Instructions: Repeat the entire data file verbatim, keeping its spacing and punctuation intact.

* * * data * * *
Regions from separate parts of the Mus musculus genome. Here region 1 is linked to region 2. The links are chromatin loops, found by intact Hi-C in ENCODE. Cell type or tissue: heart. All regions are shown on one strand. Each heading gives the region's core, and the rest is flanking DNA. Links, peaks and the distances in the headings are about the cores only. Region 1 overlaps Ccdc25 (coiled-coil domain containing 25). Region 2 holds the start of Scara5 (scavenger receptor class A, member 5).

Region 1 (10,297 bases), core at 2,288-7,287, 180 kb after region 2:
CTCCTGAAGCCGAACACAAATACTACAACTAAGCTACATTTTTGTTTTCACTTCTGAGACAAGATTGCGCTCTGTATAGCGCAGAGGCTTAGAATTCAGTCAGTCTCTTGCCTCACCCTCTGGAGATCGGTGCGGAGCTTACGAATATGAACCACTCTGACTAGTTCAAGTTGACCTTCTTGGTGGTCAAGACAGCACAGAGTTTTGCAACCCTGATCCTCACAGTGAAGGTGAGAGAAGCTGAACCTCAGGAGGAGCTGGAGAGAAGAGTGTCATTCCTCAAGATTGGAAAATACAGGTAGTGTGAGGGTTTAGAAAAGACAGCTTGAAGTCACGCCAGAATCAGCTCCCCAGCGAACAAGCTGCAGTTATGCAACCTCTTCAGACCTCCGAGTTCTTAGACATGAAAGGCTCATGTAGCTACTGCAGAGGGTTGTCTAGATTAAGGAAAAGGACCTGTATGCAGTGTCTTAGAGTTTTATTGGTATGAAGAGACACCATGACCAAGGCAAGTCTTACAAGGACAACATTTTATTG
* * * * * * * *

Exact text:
Regions from separate parts of the Mus musculus genome. Here region 1 is linked to region 2. The links are chromatin loops, found by intact Hi-C in ENCODE. Cell type or tissue: heart. All regions are shown on one strand. Each heading gives the region's core, and the rest is flanking DNA. Links, peaks and the distances in the headings are about the cores only. Region 1 overlaps Ccdc25 (coiled-coil domain containing 25). Region 2 holds the start of Scara5 (scavenger receptor class A, member 5).

Region 1 (10,297 bases), core at 2,288-7,287, 180 kb after region 2:
CTCCTGAAGCCGAACACAAATACTACAACTAAGCTACATTTTTGTTTTCACTTCTGAGACAAGATTGCGCTCTGTATAGCGCAGAGGCTTAGAATTCAGTCAGTCTCTTGCCTCACCCTCTGGAGATCGGTGCGGAGCTTACGAATATGAACCACTCTGACTAGTTCAAGTTGACCTTCTTGGTGGTCAAGACAGCACAGAGTTTTGCAACCCTGATCCTCACAGTGAAGGTGAGAGAAGCTGAACCTCAGGAGGAGCTGGAGAGAAGAGTGTCATTCCTCAAGATTGGAAAATACAGGTAGTGTGAGGGTTTAGAAAAGACAGCTTGAAGTCACGCCAGAATCAGCTCCCCAGCGAACAAGCTGCAGTTATGCAACCTCTTCAGACCTCCGAGTTCTTAGACATGAAAGGCTCATGTAGCTACTGCAGAGGGTTGTCTAGATTAAGGAAAAGGACCTGTATGCAGTGTCTTAGAGTTTTATTGGTATGAAGAGACACCATGACCAAGGCAAGTCTTACAAGGACAACATTTTATTG